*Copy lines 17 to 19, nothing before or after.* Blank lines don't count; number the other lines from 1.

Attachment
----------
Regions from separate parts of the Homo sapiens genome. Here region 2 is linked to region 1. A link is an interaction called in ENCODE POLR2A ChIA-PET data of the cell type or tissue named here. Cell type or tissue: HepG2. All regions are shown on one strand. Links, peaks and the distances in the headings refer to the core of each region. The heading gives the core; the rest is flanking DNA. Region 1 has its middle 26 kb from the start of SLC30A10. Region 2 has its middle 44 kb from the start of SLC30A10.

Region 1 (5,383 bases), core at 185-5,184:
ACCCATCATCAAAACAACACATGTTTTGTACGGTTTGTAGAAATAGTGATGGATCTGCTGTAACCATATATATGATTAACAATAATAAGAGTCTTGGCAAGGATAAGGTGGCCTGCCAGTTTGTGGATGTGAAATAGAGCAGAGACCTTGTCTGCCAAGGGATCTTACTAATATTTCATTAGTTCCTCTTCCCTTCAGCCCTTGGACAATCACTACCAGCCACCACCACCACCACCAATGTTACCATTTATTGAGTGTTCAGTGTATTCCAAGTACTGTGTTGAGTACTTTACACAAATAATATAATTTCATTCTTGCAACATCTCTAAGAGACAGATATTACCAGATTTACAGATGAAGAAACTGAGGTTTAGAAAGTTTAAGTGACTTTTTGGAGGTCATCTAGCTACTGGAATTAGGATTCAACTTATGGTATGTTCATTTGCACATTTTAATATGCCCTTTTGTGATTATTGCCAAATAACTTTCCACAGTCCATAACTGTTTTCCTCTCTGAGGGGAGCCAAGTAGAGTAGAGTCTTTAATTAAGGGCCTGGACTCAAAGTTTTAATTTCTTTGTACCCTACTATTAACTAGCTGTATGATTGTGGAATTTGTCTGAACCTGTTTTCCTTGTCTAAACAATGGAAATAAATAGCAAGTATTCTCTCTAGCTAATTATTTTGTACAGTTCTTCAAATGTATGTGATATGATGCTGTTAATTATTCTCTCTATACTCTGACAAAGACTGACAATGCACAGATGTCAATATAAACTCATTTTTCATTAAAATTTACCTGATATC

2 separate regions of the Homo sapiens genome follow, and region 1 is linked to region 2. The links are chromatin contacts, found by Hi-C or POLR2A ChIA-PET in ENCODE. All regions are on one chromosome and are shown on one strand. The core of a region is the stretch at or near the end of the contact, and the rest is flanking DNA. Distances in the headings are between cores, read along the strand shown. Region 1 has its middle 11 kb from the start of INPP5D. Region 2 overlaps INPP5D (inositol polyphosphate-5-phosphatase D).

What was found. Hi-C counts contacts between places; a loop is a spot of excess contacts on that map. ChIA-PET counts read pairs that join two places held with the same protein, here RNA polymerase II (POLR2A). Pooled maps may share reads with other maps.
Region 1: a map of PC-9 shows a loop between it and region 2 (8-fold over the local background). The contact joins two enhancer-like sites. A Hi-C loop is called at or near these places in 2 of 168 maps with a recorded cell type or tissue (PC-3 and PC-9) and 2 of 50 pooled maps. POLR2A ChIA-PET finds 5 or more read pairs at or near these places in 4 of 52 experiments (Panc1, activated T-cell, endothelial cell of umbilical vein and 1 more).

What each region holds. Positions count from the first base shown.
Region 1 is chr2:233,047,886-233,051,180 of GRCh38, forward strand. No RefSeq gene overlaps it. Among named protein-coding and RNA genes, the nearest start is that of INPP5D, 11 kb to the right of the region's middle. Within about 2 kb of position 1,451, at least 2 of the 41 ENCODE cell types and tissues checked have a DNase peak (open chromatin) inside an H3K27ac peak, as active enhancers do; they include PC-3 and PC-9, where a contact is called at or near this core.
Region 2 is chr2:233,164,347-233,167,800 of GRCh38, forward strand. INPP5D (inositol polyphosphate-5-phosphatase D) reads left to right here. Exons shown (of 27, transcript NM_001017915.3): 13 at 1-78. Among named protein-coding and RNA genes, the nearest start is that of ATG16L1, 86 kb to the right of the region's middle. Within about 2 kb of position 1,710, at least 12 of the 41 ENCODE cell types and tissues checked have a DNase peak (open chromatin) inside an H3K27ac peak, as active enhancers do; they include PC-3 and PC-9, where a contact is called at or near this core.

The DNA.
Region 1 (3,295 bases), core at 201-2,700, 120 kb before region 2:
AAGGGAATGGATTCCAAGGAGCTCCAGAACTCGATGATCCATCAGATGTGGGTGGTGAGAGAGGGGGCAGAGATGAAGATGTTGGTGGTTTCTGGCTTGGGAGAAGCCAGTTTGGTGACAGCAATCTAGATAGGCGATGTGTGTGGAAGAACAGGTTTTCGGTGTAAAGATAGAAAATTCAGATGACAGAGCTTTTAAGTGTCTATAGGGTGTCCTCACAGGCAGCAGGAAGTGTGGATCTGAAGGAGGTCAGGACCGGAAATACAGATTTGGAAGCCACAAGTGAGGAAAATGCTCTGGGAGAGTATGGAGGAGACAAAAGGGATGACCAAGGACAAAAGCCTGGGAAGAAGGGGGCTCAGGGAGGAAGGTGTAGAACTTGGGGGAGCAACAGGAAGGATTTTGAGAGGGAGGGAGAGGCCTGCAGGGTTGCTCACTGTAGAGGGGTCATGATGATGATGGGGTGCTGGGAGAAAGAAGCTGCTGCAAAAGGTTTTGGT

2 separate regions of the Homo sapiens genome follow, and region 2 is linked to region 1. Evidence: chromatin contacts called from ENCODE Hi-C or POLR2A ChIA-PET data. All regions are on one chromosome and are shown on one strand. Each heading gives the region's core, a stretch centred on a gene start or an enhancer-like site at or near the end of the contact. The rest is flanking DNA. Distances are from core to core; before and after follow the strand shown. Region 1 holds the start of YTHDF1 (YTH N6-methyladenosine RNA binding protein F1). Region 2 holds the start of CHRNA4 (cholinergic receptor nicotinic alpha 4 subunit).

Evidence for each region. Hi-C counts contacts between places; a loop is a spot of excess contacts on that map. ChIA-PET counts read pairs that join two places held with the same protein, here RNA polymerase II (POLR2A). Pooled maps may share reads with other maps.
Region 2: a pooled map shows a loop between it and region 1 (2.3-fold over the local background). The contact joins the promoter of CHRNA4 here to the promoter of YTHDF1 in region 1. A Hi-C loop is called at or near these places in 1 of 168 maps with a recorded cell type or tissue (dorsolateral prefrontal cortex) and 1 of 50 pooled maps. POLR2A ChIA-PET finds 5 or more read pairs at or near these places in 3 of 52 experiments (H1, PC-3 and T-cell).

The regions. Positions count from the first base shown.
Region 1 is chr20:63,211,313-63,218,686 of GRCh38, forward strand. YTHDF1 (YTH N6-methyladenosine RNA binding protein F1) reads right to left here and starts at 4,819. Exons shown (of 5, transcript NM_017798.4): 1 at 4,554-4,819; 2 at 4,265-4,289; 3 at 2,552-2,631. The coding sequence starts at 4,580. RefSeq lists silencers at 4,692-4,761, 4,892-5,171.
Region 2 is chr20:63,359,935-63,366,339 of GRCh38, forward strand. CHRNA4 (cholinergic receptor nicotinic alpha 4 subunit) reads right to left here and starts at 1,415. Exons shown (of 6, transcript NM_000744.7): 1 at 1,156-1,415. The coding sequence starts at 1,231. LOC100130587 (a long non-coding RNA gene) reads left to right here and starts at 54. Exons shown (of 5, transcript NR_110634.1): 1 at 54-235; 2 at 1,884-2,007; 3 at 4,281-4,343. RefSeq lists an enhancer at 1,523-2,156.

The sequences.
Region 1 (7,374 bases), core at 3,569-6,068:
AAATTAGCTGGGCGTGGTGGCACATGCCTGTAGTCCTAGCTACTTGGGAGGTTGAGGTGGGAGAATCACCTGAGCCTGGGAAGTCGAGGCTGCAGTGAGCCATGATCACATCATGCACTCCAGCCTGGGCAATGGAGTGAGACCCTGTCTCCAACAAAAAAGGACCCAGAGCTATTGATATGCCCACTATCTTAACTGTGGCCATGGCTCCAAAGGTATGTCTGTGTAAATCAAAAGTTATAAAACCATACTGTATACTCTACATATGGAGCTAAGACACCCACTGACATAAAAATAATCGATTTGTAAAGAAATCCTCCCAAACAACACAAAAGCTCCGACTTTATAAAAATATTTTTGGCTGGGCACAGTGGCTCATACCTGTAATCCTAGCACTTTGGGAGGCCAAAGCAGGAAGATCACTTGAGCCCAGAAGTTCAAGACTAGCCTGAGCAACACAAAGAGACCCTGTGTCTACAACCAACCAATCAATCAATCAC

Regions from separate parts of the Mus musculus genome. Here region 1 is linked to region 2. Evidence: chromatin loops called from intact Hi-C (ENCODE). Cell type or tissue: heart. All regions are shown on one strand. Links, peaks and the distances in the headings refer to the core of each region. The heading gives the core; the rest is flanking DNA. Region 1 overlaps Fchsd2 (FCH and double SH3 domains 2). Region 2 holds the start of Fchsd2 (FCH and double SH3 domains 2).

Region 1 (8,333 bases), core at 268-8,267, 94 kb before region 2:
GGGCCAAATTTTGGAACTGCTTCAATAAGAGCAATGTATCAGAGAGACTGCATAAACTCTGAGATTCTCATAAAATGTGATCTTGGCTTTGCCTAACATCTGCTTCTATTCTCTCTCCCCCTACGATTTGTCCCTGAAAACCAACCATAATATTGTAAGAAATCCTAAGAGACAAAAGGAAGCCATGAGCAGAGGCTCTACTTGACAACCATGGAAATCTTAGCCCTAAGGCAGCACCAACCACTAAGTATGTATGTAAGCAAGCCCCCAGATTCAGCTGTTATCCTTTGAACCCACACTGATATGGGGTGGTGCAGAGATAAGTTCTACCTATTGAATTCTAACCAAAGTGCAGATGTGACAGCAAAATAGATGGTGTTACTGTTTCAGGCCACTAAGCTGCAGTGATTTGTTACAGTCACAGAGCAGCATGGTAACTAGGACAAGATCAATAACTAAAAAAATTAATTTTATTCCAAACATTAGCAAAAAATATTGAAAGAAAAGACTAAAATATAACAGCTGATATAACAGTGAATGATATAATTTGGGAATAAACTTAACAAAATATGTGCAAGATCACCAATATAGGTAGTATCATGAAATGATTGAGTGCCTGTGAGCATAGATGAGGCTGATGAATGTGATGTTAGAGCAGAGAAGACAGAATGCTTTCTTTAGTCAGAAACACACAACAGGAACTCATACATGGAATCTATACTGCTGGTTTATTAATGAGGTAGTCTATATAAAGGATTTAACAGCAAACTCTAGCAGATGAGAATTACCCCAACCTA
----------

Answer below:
Region 1 is chr20:63,211,313-63,218,686 of GRCh38, forward strand. YTHDF1 (YTH N6-methyladenosine RNA binding protein F1) reads right to left here and starts at 4,819. Exons shown (of 5, transcript NM_017798.4): 1 at 4,554-4,819; 2 at 4,265-4,289; 3 at 2,552-2,631. The coding sequence starts at 4,580. RefSeq lists silencers at 4,692-4,761, 4,892-5,171.
Region 2 is chr20:63,359,935-63,366,339 of GRCh38, forward strand. CHRNA4 (cholinergic receptor nicotinic alpha 4 subunit) reads right to left here and starts at 1,415. Exons shown (of 6, transcript NM_000744.7): 1 at 1,156-1,415. The coding sequence starts at 1,231. LOC100130587 (a long non-coding RNA gene) reads left to right here and starts at 54. Exons shown (of 5, transcript NR_110634.1): 1 at 54-235; 2 at 1,884-2,007; 3 at 4,281-4,343. RefSeq lists an enhancer at 1,523-2,156.

The sequences.